So far, so good – a native speaker has the highest level of language proficiency and is thus more qualified as a translator. True? No! Or rather: yes and no. 

Having a language as one’s mother tongue doesn’t necessarily mean that this makes you a good translator. After all, not everyone who is a native speaker is automatically also a good writer. 

Let’s flip this question around: There are about 8 million people in Austria – for most of them, German is their mother tongue. Would you unhesitatingly let just any one of them write the cover letter for your dream job? Probably not … 

Even a native speaker can be bad at translating

Besides writing style, there are many other requirements that a good translator needs to fulfil. Some of them we’ve already touched on in our article “4 web copy translation myths”. The bottom line: A bad translator is still a bad translator, even if he or she is a native speaker. 

After all, being a native speaker won’t save them from the following pitfalls: 

  • Difficulties in understanding the source text: A native speaker of the target language doesn’t necessarily also understand all the finer shades of meaning of the source text. They might have an excellent understanding of their first language but lack the necessary language skills in the source language. And if you don’t understand a text, there’s no way you can translate it correctly … 
  • Lack of specialist knowledge of a topic: Even an English native speaker isn’t an expert on all topics. It’s simply impossible to be equally well versed in topics such as law, medicine, formwork technology and horticulture, and to know all the specialist terminology. 
  • Lack of intercultural competence: Languages don’t all work the same way. They are always shaped by the culture and circumstances of life in the respective country. Many mental images and concepts that make complete sense in one language don’t make sense at all in another. Translation is the art of finding an image that works in the target language – and this requires both cultural competence as well as creativity. 
  • Bad writing style: Translating is an equally creative process as writing the source text. It’s not enough to know how one word translates into another language. It needs to be “packaged” correctly – this means, readers must remain under the impression that this text was written specifically for them. It shouldn’t become apparent that they have a translated version in front of them. Correct grammar, sentence structure and punctuation are just as important as an appealing writing style.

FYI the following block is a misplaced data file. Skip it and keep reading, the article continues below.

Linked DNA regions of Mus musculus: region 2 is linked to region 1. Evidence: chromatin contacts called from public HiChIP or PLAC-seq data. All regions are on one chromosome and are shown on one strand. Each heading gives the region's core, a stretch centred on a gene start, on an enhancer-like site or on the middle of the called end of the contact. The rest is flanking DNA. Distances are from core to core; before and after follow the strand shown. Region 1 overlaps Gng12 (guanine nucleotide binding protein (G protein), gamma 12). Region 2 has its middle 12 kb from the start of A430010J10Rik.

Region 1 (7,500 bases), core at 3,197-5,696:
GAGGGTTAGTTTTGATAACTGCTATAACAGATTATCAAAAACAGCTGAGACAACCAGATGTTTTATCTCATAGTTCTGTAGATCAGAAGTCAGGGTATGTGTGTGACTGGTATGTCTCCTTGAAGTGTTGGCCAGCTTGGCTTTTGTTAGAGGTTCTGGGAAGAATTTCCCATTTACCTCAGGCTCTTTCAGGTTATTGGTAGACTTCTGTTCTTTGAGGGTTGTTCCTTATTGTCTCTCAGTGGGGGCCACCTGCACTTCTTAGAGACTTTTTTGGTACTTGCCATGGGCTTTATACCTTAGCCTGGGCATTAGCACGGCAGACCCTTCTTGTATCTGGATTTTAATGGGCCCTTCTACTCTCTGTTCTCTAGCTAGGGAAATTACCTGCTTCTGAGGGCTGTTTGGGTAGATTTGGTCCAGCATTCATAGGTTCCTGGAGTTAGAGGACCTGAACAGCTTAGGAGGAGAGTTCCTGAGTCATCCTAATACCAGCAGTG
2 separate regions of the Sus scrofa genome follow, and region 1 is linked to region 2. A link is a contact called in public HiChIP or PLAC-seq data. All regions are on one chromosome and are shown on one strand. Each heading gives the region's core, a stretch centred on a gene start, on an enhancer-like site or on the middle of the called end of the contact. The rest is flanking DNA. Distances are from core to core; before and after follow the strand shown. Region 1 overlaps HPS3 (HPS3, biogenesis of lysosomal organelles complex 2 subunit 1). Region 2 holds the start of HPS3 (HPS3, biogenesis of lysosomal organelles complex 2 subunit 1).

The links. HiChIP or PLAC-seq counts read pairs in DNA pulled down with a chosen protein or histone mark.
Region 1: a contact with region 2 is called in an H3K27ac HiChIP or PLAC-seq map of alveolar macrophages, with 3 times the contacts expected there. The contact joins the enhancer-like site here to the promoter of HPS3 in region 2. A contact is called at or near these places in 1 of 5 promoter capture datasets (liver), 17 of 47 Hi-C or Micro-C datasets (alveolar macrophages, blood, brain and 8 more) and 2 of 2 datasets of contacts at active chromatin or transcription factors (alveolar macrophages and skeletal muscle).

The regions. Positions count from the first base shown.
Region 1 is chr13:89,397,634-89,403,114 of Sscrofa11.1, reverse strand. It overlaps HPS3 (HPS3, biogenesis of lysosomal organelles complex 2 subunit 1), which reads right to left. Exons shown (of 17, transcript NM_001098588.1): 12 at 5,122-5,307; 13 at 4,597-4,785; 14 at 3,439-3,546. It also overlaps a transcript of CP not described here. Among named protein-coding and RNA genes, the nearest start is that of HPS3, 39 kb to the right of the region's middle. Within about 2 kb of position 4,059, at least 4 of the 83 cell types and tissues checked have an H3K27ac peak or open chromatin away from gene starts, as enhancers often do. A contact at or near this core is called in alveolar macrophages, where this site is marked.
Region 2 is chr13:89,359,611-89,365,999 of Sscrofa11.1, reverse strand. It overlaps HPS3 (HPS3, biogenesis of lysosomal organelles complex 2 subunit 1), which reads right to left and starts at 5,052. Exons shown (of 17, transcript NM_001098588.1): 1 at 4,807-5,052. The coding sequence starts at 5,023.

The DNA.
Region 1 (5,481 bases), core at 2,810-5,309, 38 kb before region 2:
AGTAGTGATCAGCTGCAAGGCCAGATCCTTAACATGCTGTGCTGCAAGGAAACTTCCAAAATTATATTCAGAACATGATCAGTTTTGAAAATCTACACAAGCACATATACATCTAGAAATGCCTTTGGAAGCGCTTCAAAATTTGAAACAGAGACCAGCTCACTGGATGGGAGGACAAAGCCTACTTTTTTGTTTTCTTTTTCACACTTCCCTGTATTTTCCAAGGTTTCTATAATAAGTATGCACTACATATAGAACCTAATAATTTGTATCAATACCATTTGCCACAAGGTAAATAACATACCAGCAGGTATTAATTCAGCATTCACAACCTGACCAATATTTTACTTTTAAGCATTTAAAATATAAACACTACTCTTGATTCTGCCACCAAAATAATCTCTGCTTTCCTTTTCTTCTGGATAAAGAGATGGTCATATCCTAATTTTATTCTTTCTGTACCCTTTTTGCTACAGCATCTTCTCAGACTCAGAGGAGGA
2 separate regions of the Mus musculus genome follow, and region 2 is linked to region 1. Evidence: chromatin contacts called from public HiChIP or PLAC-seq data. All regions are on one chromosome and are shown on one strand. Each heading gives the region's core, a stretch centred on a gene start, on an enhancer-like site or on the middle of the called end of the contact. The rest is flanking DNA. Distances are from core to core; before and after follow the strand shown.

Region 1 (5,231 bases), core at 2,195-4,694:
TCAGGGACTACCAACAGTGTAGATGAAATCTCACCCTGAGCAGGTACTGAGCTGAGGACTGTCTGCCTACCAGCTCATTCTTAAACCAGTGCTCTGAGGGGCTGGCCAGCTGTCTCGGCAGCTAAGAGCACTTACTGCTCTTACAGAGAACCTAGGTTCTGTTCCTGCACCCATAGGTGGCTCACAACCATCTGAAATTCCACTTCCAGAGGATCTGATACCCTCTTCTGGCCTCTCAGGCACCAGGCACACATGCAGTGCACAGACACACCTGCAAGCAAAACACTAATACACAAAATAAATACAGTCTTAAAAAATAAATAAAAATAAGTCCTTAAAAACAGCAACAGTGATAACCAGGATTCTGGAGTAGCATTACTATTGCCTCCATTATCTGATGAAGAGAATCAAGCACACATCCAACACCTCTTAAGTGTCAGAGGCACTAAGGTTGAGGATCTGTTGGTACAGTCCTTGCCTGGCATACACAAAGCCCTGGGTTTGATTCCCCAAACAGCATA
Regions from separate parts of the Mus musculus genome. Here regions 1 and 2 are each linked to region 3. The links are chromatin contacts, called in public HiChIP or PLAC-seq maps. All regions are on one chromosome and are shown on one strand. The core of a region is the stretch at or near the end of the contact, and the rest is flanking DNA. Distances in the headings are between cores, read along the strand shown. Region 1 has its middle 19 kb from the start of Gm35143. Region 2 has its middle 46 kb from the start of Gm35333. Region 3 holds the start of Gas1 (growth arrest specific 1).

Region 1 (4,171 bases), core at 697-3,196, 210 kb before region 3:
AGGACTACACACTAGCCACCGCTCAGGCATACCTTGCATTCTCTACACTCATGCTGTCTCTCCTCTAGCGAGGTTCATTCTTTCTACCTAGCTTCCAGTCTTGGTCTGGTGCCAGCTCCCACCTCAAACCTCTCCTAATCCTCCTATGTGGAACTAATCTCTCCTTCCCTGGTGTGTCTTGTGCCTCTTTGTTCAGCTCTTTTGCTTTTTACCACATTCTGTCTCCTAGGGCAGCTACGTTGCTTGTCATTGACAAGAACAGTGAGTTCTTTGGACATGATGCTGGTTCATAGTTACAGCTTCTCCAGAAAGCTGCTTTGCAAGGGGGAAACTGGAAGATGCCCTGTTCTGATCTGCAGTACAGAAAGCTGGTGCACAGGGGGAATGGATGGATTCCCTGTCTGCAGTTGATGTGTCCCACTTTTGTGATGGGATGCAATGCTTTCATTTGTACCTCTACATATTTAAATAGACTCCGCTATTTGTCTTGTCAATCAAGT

Zwei Wandregale mit Gegenständen mit englischer und amerikanischer Flagge | © unsplash

Why non-natives are a viable alternative

So … what’s better? Translations by native speakers or by non-natives? That’s a question that ultimately leads you to a point of absurdity. The better translations are delivered by the better translators – whether they’re native speakers or not! 

Some food for thought: Did you know that getting a degree in translation studies takes multiple years? For most language pairs, having the necessary language skills is a PREREQUISITE for enrolling. If language skills alone were enough, what would all those hard-working translation students spend so many years at university for? 

The bottom line: If your translator is a native speaker – great! But what matters first and foremost is that he or she is a good translator! The term “native speaker” isn’t a quality seal, and it doesn’t automatically mean you’ll get the best translation for your money’s worth – far from it! Having a qualified non-native who is really good at translating often gives you a much bigger bang for your buck. 

Choosing the right translator not only saves you time and money, but hopefully also spares you the humiliation of finding your website listed among the worst translation fails

After having read this article, you’re now looking for a good translator? Then go ahead and find out more about what punkt & komma offers in the area of English web copy & translation